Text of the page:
“The whistleblower complaint absolutely has to come out. It’s very clear that Congress not only has a right but has a responsibility to this material,” said Anita Dunn, a senior Biden adviser. 

There are indications that the Trump call with Zelensky may be a tipping point for some Democrats who have been reluctant to support impeachment. Moderate Democratic House members are talking about getting on board, and on Sunday, Schiff noted that while he’s been “reluctant” to support impeachment, he may be changing his mind. 

“If the president is essentially withholding military aid, at the same time that he is trying to browbeat a foreign leader into doing something illicit, that is, providing dirt on his opponent during a presidential campaign, then that may be the only remedy that is co-equal to the evil that that conduct represents,” he said on CNN. 

The whistleblower complaint absolutely has to come out. It’s very clear that Congress not only has a right but has a responsibility to this material. Anita Dunn, a senior Biden adviser

By releasing only a transcript, Trump would be taking a page out of President Richard Nixon’s playbook. 

In October 1973, a federal appeals court ruled that Nixon had to release White House tape recordings to Watergate special prosecutor Archibald Cox. Nixon, who constantly recorded conversations inside the White House, knew it was likely there was incriminating information on the tapes, so he scrambled to find a way to prevent their release. He proposed an alternative that came to be known as the Stennis Compromise: Instead of giving Cox the audio recordings, he would allow a neutral third party to listen to the tapes and summarize what he heard. The Nixon administration chose Sen. John Stennis — a 72-year-old, partially deaf, segregationist Democrat from Mississippi — to listen to the tapes.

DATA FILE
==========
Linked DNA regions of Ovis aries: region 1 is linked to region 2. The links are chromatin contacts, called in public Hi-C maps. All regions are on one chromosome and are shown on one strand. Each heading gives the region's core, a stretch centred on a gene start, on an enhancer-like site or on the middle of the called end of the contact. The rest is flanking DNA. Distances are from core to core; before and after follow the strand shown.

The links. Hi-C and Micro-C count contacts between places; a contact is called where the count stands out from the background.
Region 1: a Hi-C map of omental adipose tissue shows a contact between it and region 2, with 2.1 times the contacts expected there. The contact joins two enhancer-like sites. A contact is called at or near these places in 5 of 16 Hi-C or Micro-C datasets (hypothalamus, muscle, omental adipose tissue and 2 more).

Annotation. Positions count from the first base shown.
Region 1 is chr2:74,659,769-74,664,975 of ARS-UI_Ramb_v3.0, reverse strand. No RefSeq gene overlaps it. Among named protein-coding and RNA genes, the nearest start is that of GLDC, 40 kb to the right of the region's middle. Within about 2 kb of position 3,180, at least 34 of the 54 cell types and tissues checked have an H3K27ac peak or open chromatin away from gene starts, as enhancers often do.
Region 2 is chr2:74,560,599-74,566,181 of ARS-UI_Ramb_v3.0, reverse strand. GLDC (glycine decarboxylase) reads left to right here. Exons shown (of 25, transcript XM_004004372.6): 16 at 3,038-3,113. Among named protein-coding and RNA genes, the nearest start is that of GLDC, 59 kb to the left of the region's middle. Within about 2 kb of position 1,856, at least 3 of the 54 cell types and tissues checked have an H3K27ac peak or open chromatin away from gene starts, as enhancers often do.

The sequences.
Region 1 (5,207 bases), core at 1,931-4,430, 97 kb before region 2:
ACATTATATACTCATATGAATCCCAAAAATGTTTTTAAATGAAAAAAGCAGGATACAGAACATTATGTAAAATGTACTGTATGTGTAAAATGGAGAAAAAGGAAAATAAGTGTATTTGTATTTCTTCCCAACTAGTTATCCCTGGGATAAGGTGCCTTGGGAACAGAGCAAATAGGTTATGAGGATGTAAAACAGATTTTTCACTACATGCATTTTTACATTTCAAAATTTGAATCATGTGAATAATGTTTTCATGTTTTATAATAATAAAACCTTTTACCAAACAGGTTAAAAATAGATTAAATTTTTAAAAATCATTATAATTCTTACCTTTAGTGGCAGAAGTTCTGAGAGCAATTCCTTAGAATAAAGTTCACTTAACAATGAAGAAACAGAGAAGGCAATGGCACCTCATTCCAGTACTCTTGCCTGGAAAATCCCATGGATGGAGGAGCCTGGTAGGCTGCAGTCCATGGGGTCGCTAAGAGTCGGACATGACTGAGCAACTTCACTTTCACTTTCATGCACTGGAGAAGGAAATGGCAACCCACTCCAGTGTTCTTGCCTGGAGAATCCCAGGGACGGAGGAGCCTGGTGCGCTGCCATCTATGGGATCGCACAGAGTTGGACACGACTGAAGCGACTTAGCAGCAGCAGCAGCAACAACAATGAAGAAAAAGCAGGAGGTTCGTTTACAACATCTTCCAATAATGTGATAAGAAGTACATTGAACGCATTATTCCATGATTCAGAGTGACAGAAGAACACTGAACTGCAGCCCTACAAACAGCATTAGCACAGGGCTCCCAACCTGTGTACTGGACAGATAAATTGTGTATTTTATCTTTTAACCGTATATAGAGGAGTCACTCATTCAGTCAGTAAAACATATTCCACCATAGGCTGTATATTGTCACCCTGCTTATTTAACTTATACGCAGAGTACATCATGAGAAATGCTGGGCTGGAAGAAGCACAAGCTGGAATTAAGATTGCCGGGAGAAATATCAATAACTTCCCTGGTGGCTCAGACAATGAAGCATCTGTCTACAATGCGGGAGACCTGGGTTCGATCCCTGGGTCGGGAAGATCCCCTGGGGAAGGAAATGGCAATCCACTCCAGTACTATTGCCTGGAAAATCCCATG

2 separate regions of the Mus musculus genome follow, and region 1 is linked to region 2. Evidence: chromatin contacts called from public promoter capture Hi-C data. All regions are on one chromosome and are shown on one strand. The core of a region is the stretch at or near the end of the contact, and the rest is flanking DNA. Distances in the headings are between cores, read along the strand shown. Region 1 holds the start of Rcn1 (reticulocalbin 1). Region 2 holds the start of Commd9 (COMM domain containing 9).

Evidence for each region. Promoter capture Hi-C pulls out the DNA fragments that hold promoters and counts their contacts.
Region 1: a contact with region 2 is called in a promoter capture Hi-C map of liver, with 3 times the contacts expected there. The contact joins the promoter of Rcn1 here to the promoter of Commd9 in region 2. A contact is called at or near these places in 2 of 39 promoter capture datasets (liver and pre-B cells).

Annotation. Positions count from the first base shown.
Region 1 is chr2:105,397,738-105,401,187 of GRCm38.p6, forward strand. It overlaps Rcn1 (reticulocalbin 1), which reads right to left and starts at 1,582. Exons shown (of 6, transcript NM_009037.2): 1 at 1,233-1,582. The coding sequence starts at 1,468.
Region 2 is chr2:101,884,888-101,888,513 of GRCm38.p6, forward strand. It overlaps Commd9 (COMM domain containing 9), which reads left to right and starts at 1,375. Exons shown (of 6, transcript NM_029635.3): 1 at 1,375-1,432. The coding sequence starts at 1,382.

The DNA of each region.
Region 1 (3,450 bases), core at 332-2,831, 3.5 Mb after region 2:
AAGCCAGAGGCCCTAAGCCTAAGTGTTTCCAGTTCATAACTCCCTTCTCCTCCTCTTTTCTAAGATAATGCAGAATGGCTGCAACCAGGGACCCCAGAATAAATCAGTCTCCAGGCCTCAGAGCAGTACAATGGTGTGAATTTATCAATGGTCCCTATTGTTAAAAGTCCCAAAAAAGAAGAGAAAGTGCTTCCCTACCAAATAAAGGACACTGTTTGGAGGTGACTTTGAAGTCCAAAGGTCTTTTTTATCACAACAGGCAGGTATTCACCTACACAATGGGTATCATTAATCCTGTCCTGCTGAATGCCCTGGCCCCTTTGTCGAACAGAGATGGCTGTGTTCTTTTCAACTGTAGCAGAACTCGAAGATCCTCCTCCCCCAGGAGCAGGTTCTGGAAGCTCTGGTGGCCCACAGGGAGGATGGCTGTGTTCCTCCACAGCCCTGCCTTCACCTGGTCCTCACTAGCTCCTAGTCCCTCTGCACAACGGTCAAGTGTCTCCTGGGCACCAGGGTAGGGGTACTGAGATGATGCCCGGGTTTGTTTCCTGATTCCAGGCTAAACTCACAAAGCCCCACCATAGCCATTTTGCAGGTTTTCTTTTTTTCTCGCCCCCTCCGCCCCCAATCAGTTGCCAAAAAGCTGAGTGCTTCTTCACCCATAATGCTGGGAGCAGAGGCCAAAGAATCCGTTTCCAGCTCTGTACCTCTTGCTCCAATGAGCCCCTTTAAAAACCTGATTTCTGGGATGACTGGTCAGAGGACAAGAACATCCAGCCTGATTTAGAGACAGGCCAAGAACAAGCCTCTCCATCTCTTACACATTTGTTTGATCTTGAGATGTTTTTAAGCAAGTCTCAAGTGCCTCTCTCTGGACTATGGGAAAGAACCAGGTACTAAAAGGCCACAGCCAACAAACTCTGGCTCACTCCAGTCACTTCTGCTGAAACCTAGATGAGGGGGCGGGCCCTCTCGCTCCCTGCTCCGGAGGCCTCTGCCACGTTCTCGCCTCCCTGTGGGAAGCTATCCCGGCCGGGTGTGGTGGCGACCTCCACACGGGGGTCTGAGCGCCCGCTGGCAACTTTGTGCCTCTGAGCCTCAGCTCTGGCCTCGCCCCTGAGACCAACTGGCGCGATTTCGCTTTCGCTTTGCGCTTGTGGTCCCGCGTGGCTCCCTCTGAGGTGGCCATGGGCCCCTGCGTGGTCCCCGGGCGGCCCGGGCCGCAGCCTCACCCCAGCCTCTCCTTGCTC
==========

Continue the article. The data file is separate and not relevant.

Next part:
“When we heard that so-called compromise, the reaction was astonishment,” Phil Lacovara, counsel to Cox, said on Slate’s Slow Burn podcast. “It immediately struck me as being kind of a con job.” 

The standoff over the release of the tapes prompted the Friday Night Massacre. The day after Cox rejected the compromise, Nixon ordered Attorney General Elliot Richardson to fire the special prosecutor. Richardson resigned instead. Deputy Attorney General William Ruckelshaus did the same. Solicitor General Robert Bork eventually fired Cox, who was replaced by Leon Jaworski. 

Even then, Nixon continued his fight to withhold the audiotapes. When the House Judiciary Committee subpoenaed dozens of recordings, Nixon instead offered edited transcripts. When Jaworski got a federal judge to issue a subpoena for audio recordings, Nixon refused to comply. The case went all the way up to the Supreme Court, which in 1974 ruled that Nixon had to turn over the tapes. One of the tapes, recorded six days after the Watergate break-in, proved Nixon asked administration officials to pressure the CIA director to ask the acting head of the FBI to stop investigating the Watergate break in. 

Nixon announced his resignation three days later.